BACKGROUND/AIMS: We evaluated the prognostic significance of clinicopathologic features recommended by the majority of guidelines for identifying high-risk stage it colon cancer patients.
METHODOLOGY: We enrolled 665 stage II colorectal cancer patients at Taipei Veterans General Hospital in 2002-2006. Patients who received preoperative or postoperative chemotherapy were excluded (124). The measured endpoint was disease-free survival.
RESULTS: Of 541 patients, 59 showed stage T4 tumors; 35, lymphovascular invasion; 19, poor differentiation, and 251, carcinoembryonic antigen levels of > 5 ng/mL; 53 underwent emergent operations. Colorectal cancer recurred in 84 patients. The 5-year disease-free survival rate was 84.5%. Univariate and multivariate analyses revealed 3 independent factors affecting the prognosis significantly tumor stage T4, high carcinoembryonic antigen level, and presence of lymphovascular invasion. Considering the cumulative effect of risk factors, the 5-year disease-free survival rate of patients with tumors without any risk factor was 90.2%, which was significantly better than that of patients with 1 or 2 risk factors (82.3%, 61.6%).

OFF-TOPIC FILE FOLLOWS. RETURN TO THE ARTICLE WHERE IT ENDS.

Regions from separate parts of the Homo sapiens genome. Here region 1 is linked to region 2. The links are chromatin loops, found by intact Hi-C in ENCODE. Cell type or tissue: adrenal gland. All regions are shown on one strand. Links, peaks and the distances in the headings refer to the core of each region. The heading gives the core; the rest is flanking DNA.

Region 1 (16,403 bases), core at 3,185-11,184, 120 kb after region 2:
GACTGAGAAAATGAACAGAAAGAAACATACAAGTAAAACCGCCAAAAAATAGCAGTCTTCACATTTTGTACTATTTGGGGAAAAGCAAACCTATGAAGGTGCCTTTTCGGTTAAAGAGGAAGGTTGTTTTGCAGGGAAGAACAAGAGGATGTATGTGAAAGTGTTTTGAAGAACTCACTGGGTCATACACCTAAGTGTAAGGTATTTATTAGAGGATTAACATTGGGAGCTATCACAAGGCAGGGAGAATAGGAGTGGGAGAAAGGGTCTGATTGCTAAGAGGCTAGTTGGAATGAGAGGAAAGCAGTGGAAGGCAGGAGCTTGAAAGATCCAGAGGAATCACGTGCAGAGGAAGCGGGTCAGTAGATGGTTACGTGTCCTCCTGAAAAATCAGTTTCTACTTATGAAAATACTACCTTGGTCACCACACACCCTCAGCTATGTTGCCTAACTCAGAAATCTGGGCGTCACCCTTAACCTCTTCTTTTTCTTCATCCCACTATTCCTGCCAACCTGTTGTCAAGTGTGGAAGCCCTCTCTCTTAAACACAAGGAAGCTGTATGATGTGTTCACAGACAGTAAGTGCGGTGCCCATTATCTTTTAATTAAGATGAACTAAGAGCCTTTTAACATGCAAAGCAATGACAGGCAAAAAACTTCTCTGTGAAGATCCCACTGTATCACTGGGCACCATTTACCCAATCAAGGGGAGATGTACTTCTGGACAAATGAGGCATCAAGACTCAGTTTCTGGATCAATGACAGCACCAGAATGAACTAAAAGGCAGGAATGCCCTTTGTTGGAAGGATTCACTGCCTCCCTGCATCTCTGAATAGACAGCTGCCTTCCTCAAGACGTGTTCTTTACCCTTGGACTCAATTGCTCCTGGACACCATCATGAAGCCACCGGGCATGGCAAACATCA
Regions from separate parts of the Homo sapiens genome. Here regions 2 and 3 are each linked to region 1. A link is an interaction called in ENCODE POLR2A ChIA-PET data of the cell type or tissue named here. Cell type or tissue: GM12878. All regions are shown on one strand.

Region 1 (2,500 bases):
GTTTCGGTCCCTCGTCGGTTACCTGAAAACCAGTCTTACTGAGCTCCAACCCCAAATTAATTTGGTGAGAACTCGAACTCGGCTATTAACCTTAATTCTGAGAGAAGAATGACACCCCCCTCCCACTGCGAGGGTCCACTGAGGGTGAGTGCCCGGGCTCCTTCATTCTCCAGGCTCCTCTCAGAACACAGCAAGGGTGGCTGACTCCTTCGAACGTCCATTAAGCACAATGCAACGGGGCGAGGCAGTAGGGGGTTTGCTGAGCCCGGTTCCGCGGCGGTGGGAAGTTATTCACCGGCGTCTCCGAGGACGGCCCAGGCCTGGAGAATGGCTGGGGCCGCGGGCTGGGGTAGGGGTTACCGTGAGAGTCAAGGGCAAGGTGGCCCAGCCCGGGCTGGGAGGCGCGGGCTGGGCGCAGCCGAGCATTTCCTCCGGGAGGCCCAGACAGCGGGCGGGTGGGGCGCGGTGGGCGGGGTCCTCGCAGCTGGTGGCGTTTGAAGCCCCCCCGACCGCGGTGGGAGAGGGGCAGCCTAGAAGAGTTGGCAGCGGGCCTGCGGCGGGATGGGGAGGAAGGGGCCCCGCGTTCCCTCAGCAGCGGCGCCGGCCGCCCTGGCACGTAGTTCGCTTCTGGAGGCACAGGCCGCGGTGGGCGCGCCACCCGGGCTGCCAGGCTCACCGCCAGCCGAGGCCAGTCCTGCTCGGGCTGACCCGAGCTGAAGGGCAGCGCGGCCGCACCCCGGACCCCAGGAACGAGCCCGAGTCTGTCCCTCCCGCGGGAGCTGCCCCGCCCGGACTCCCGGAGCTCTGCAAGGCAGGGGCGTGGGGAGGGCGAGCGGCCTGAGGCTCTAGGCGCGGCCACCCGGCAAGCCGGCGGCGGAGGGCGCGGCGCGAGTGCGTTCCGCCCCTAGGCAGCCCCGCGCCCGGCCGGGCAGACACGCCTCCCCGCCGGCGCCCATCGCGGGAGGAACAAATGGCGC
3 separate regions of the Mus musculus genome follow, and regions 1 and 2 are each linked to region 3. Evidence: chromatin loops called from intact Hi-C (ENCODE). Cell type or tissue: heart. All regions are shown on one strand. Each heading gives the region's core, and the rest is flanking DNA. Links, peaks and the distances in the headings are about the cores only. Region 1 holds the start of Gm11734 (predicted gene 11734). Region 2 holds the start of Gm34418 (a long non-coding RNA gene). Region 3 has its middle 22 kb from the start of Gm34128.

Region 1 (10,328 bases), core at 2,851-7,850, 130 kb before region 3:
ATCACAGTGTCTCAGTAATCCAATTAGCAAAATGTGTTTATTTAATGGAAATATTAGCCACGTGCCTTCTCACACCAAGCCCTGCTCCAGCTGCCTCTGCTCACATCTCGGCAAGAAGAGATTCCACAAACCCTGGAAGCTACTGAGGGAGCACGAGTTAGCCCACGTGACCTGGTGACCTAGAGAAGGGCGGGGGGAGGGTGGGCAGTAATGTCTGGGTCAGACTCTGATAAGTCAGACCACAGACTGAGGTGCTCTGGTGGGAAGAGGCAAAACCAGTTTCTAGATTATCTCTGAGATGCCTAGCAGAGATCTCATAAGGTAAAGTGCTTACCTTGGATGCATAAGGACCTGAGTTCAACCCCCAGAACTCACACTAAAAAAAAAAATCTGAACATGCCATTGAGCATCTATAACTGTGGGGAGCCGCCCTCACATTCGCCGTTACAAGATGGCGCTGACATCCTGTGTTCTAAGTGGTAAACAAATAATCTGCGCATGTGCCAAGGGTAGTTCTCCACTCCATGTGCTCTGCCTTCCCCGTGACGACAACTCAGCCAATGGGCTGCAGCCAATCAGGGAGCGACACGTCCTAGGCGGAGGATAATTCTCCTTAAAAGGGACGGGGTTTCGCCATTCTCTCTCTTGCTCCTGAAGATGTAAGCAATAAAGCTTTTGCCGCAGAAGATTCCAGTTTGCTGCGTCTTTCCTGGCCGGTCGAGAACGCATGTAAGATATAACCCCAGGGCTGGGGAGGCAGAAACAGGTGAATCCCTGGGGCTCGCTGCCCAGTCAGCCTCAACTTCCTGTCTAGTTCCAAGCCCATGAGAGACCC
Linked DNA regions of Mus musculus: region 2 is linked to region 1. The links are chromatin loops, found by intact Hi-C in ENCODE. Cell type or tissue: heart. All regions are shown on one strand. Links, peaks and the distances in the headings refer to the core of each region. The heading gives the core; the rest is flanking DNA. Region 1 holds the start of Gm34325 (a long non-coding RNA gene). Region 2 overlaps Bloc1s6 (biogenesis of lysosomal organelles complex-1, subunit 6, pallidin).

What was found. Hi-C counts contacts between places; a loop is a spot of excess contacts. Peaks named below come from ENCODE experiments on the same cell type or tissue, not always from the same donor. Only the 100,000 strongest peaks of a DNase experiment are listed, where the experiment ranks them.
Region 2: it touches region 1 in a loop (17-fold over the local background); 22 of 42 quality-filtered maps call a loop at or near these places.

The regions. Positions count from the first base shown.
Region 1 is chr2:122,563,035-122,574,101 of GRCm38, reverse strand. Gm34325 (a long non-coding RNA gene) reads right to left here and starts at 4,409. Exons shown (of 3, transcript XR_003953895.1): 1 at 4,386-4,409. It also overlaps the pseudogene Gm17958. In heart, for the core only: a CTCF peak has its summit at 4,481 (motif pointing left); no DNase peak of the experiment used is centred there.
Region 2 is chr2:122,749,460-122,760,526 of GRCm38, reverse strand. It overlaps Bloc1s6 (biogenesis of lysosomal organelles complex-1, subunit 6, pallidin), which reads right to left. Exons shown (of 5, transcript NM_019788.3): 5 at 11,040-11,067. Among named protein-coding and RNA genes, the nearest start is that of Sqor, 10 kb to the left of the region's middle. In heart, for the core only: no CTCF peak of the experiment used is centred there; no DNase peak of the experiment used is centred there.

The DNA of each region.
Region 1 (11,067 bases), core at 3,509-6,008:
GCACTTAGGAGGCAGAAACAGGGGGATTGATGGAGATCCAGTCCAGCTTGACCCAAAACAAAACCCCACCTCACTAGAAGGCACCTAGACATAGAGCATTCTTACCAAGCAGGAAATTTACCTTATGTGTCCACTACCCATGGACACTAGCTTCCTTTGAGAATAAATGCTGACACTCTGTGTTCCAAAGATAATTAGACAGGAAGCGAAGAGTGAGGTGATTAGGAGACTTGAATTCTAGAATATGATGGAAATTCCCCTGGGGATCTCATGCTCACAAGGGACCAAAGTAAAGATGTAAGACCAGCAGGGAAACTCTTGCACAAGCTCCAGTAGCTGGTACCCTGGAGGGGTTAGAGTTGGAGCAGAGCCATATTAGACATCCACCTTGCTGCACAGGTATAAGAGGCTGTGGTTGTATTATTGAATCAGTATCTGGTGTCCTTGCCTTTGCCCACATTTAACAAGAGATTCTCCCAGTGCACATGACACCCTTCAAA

CONCLUSIONS: Stage II colorectal cancer patients had excellent outcome. Ad juvant chemotherapy may be warranted for patients with multiple risk factors.
|Number of pages||4|
|State||Published - 1 Jun 2014|